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Love is a Revolutionary Practice

Love is a Revolutionary Practice

To love in these times is revolutionary. We are reminded, every day, how radical it is to truly love as we confront homophobic laws, violence and discrimination. As radical philanthropists, activists, organizers and artists, we fight to make this world a better place for LGBTQI folks everywhere. Love–motivating lots of hard work & brilliant organizing–will create this world. We should never have to choose safety over self-determination. An army of lovers cannot fail!

On this Valentine’s day, we celebrate our brilliant and brave community who live the Revolution of Love by:

Painting the town Pink in Colombia

        Santamaría Fundación marching for trans womens visibility and rights at the Marcha Fucsia in Colombia

Becoming Penpals with incacerated LGBTQI folks 

By building community and working to demolish the violent prison system.

Black & Pink, Astraea grantee partner running a LGBTQ prisoner newsletter and Penpal program

Raising fists against violence and demanding lesbian rights in Honduras

 

Red Lésbica Cattrachas Honduras

Taking queer and trans* power to the streets!

CUAV members in SF at the Trans* March, June 2013. Photo by Erin Johnson. 
 
Photobombing Program officers
 

E.D. J. Bob Alotta with Astraea Program Officer, Namita Chad, 2015

Making art not war, because all queer her-stories are important

 

Guyana Trans United (GTU) and the Society Against Sexual Orientation Discrimination (SASOD) hosted a week-long “Stand Against Transphobia” photo exhibition of work by artist and curator Ulelli Verbeke.

Opening hearts and homes for fundraising

Astraea donors come together to raise funds at house parties to resource LGBTQI work. 

Denver House Party

Friends gather at Fran and Anna Simon’s Denver House Party, 2015  

Choosing safety over truth, and being an army of lovers marching for equality

More than 300 folks walked for equality to end all violence in Guyana

GEF March
Guyana Equality Forum (GEF), at Walk for Equality, say NO to Violence in Feb 2014, Guyana. Organized by Astraea grantee partner SASOD  

Waging love with our wallets

Every penny counts. Whether it’s $5 or $5000 every month because love and compassion go hand in hand.

To the thousands of donors who support us, we love you.

To the fearless folks on the frontlines, we love you.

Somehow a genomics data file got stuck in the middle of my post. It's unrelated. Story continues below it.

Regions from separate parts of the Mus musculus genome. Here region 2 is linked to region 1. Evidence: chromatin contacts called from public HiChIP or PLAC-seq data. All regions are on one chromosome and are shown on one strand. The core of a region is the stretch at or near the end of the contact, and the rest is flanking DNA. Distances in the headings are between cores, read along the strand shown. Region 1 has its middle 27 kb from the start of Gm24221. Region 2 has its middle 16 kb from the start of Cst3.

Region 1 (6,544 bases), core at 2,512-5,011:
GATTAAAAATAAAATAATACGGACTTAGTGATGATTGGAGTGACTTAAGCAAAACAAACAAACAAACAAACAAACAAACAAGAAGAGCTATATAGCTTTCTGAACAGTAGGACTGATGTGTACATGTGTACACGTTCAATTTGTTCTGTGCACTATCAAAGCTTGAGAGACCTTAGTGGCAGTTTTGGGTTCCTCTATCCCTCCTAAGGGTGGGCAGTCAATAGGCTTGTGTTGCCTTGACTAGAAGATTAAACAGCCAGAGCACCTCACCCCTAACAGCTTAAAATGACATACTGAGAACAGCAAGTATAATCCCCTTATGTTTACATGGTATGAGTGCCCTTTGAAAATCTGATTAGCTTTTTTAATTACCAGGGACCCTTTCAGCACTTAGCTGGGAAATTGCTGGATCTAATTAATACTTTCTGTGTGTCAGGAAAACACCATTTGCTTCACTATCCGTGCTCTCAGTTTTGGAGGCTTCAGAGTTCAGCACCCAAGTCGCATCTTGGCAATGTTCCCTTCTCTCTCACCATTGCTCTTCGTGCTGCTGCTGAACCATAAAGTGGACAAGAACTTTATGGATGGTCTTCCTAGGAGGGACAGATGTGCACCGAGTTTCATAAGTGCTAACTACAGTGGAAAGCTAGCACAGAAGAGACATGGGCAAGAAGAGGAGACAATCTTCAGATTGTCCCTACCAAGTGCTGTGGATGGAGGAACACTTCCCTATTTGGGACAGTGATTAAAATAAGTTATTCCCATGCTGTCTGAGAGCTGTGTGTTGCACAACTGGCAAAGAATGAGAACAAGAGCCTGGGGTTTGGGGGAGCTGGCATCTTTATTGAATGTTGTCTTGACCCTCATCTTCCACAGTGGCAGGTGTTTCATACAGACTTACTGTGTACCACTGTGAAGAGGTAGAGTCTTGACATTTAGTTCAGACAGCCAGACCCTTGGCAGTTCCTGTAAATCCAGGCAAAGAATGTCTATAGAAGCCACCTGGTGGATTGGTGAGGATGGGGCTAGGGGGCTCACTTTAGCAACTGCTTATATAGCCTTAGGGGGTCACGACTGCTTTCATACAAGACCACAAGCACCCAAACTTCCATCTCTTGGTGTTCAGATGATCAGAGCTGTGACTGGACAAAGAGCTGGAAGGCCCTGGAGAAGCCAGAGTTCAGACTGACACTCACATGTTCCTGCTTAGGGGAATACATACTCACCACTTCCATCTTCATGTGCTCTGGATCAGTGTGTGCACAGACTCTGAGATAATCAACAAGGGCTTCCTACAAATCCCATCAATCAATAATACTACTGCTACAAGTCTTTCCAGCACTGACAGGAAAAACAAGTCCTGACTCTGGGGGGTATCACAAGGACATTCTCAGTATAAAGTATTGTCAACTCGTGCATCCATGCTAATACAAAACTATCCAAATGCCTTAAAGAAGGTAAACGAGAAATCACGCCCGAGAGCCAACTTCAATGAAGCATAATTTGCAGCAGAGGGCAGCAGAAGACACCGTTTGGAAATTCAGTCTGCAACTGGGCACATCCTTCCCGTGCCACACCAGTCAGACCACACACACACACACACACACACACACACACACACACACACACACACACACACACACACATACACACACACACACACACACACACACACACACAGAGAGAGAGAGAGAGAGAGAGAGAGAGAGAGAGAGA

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The moment we choose to love we begin to move towards freedom, to act in ways that liberate ourselves and others. That action is the testimony of love as the practice of freedom. 

– bell hooks

10 LGBTQI Activist Moments of 2013

At Astraea Lesbian Foundation for Justice, the last days of the year are a time to honor brave leaps forward and take stock of political set backs for LGBTQI rights activism in 2013. By no means comprehensive, we offer a brief survey of ten moments of LGBTQI activism around the globe in 2013. Join the conversation online and share more moments with us on facebook and twitter using #LGBTQIActivistMoments!

At Astraea Lesbian Foundation for Justice, the last days of the year are a time to honor brave leaps forward and take stock of political set backs for LGBTQI rights activism in 2013. By no means comprehensive, we offer a brief survey of ten moments of LGBTQI activism around the globe in 2013. Join the conversation online and share more moments with us on facebook and twitter using #LGBTQIActivistMoments!

1. Edith Windsor’s win for Marriage Equality: the Defense of Marriage Act is declared unconstitutional by U.S. Supreme Court. Federal recognition is afforded to same-sex marriages performed under state law. The U.S. becomes one of a handful of countries pushing same-sex marriage forward.

2. In a set back in Colombia, the nation’s same-sex marriage bill failed to pass the Senate and bypass coalition opposition led by the Attorney General. Legal ambiguity remains, however, with constitutional recognition of legal registry in effect. Couples can approach notaries or judges to marry, but their requests remain in the hands of officials who can deny them.